Native Forest Thrives After 20 Years of Collaboration
The Auwahi Forest Restoration Project, the US Fish and Wildlife Service , and the Natural Resources Conservation Service will honor the Erdman family and ‘Ulupalakua Ranch on July 25, 2017 for more than two decades of work to ensure native forest restoration and protection at Auwahi, Maui.
Though ‘Ulupalakua Ranch is best known for its store, winery, stands of enormous planted trees, cowboys, and ranch activities, fewer know that native ecosystems of the Ranch have been compared to that of a National Park.
In particular, native forests of ‘Ulupalakua Ranch, in the ‘ahupua’a (district) of Auwahi, are noted in early botanical literature as among the richest and most diverse forests in the Hawaiian Islands. Prior to the arrival of Europeans, Auwahi and forests like it were considered wahi pana–invaluable as source sites for a wide variety of native fibers, dyes, and woods, and each species used for a specific purpose.
Because of the impacts of feral animals, fire and invasive plant species, Auwahi and all southern Haleakalā forests have declined precipitously. Representatives with the Auwahi Forest Restoration project say less than 2.5% of the original forest remained, much of it in tatters.
In the 1980s, the rapidly declining forests of Auwahi were generally regarded as a tragedy among Hawaiian biologists. One report called Auwahi a ‘museum forest’, similar to a museum in its value, but also like a museum, only older senescent trees were left without successful reproduction for centuries.
In 1997, ‘Ulupalakua Ranch partnering with the US Fish and Wildlife Service and the Natural Resources Conservation Service began one of the first and most ambitious large scale forest restoration projects in the State at Auwahi.
A new restoration technique was developed utilizing the timed planting of native ‘nurse’ plants intended to rebuild forest understory around the trees and reduce herbicide usage. The technique proved successful, increasing native species cover in restoration areas from 3% to 82%. Amazingly, nearly two-thirds of native tree species at Auwahi are now producing seedlings naturally, a sign of a healthy functioning ecosystem, including some species that had not done so in centuries.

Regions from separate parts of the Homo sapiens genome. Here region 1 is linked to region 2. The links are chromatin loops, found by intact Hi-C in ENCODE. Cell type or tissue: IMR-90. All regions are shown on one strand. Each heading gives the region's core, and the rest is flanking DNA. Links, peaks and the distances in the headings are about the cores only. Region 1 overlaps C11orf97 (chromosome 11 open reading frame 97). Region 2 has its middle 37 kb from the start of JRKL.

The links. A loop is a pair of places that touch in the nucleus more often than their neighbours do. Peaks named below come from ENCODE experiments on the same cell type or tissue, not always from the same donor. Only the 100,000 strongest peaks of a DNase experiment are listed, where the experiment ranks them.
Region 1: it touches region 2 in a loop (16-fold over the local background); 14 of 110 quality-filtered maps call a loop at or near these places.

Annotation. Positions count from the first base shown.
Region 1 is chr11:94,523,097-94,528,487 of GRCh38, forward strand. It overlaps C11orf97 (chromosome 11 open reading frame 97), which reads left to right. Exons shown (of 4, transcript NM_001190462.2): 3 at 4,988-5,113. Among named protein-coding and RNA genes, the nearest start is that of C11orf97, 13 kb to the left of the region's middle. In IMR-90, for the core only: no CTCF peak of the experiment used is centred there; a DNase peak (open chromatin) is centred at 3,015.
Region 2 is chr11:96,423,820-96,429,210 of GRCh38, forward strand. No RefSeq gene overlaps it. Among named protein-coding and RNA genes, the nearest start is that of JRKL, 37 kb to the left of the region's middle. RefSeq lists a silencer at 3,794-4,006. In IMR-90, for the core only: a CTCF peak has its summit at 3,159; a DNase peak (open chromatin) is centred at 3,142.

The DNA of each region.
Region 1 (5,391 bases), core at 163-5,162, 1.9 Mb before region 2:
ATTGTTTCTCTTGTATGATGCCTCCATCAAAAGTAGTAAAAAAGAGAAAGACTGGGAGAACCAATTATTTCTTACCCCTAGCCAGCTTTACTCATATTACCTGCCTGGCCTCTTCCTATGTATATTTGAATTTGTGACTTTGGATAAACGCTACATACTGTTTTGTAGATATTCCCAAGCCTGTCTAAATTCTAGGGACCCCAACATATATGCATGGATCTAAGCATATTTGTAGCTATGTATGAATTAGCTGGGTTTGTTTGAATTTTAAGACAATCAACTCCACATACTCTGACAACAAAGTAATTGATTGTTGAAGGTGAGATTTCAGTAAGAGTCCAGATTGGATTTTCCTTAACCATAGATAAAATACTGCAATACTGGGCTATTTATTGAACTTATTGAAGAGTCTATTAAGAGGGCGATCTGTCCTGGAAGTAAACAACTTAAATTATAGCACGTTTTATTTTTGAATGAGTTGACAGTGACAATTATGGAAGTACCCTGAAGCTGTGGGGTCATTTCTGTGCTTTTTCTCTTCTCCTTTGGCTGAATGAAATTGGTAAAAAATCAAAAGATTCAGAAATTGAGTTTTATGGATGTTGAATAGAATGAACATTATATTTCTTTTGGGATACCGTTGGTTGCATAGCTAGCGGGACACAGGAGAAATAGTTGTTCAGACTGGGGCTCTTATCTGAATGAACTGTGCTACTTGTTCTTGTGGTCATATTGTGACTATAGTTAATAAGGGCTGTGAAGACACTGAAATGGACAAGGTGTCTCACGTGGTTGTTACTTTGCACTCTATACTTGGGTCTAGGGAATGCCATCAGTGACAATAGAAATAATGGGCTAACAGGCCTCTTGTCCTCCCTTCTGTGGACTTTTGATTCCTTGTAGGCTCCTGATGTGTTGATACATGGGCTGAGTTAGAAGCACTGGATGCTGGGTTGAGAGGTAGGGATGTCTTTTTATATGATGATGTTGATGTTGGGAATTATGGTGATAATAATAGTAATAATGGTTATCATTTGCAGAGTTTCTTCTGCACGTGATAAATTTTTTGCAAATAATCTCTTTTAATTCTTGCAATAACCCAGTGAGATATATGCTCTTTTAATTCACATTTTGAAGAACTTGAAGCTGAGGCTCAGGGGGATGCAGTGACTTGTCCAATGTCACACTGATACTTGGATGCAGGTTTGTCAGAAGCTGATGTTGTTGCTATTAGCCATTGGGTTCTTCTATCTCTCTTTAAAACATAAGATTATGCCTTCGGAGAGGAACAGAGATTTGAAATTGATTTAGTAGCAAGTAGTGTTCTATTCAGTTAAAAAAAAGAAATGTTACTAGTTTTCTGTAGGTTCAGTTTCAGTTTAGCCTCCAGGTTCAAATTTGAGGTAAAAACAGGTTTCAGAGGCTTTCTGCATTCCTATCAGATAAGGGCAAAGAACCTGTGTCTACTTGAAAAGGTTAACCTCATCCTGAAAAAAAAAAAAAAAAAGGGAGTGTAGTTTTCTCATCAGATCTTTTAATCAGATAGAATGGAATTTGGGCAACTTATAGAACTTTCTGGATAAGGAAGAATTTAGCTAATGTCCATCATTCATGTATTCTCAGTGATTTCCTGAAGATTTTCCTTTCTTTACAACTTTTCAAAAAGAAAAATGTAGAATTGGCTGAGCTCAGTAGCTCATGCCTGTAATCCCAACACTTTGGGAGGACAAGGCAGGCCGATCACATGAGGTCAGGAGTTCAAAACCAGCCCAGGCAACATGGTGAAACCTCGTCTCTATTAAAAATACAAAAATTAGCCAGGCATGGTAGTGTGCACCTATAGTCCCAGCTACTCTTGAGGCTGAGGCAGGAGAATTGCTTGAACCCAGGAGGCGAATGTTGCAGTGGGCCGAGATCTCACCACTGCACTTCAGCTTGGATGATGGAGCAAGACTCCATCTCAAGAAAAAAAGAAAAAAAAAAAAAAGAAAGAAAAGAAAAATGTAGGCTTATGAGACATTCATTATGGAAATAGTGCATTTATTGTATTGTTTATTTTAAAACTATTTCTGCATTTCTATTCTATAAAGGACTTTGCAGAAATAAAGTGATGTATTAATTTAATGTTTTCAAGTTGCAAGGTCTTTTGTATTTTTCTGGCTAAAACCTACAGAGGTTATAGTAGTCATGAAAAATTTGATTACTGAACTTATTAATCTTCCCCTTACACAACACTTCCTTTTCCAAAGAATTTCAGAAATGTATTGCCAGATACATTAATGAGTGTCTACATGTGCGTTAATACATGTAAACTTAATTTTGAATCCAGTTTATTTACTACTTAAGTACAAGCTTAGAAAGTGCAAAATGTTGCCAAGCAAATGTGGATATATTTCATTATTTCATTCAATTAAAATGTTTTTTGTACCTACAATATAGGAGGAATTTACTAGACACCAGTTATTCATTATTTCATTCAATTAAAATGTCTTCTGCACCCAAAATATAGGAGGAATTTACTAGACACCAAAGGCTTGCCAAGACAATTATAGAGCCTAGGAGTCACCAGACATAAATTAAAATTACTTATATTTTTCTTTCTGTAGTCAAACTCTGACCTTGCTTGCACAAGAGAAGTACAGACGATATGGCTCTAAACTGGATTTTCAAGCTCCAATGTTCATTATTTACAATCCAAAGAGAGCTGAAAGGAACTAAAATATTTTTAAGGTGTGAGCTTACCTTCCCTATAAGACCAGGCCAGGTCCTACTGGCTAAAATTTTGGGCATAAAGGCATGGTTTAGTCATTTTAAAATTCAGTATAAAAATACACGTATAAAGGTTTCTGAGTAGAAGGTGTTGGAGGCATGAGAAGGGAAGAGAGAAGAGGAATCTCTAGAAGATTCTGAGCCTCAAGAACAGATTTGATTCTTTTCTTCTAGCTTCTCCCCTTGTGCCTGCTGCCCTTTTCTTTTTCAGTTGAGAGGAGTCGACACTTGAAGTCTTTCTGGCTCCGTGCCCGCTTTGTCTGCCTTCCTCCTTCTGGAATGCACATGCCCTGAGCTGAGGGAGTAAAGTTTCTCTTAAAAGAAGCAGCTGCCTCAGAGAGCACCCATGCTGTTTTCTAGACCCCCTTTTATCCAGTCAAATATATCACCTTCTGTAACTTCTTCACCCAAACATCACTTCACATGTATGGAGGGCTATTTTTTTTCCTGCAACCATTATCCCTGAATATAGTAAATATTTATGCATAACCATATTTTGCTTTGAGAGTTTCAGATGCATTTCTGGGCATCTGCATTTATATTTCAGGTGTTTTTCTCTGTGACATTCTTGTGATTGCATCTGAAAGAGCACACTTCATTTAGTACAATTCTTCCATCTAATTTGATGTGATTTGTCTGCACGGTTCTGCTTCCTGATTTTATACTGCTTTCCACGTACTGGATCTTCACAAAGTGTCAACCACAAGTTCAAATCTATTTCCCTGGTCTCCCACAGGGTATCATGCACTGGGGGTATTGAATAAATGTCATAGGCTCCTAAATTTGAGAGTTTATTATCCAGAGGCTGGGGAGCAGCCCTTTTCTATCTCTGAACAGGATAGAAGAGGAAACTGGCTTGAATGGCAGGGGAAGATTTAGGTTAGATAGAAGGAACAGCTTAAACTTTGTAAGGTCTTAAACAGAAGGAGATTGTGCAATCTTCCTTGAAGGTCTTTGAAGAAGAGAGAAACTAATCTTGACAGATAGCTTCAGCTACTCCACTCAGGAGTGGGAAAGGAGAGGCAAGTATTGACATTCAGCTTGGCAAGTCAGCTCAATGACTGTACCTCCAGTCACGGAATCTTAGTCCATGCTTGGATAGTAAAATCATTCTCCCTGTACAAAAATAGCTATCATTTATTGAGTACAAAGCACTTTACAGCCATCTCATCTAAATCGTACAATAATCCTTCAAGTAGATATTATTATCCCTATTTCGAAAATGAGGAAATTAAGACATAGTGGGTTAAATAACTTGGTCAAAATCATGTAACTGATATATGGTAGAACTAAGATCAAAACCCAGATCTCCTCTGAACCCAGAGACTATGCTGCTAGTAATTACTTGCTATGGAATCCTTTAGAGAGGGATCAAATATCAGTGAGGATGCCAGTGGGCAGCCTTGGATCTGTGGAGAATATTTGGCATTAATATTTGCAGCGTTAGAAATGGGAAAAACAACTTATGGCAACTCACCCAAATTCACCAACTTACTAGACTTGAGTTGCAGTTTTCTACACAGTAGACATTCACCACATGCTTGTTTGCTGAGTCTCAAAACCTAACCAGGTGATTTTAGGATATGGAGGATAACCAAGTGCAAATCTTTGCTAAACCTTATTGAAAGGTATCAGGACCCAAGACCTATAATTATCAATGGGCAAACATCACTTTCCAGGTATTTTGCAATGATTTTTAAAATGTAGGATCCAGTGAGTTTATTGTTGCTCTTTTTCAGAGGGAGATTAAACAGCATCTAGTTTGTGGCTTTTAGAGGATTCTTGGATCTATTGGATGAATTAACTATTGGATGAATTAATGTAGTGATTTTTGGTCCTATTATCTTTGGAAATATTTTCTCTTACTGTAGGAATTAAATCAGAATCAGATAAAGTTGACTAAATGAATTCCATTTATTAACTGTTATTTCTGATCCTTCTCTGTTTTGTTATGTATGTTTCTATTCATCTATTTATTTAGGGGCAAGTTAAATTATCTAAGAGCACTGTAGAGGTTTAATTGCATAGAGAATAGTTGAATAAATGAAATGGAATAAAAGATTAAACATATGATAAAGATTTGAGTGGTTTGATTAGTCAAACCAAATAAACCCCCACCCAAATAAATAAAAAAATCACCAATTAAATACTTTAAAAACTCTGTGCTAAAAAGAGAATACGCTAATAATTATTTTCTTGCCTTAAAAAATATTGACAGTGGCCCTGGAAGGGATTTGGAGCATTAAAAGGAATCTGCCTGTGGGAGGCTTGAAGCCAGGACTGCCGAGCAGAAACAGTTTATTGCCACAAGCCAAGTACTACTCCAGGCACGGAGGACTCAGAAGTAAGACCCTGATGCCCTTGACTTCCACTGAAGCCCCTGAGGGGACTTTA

From there, the Auwahi Forest Restoration Project began and community volunteer restoration trips run continuously since 1997 have now planted over 125,000 native trees. Through the years, more than 1,600 Maui residents including students, educators, ranchers, policy makers, scientists, canoe paddlers, artists, and photographers have volunteered over 37,000 hours towards restoration efforts at Auwahi.
As a result of the community minded dedication of ‘Ulupalakua Ranch at Auwahi, Hawaiian dry forests have gone from a poster child of ecological failure to a poster child of community-based restoration. Restoration organizers say projects of this type are rare; and to have one on private ranch lands is virtually unprecedented.
Representatives with the Auwahi Forest Restoration Project say the Ranch’s generosity has been critical in preservation of Hawaiian dry forests and in doing so has made a significant contribution towards the protection of our Nation’s natural resources.
“None of this would have been possible without the Erdman family, especially father Pardee and son and Ranch Manager Sumner,” project representatives said. “The Ranch’s re-dedication of valuable grazing lands, needed to sustain their cattle herd vulnerable to seasonal droughts, over to native forest restoration without compensation is remarkable.”
According to Auwahi project founder, Dr. Arthur C. Medeiros, “In over two decades of working on the Auwahi project, ʻUlupalakua Ranch has never requested publicity of any type but instead served largely as a silent and enthusiastic partner. In all my years in conservation, I have never seen another for-profit group act in this way.”
In addition to ʻUlupalakua Ranch, the US Fish and Wildlife Service, and the Natural Resources Conservation Service, the Auwahi project also receives support from the Frost Family Foundation, Maui County Department of Water Supply, Hawaiʻi Community Foundation, Hawaiʻi Tourism Authority, Maui County Office of Economic Development, and the Edward J Anderson Foundation.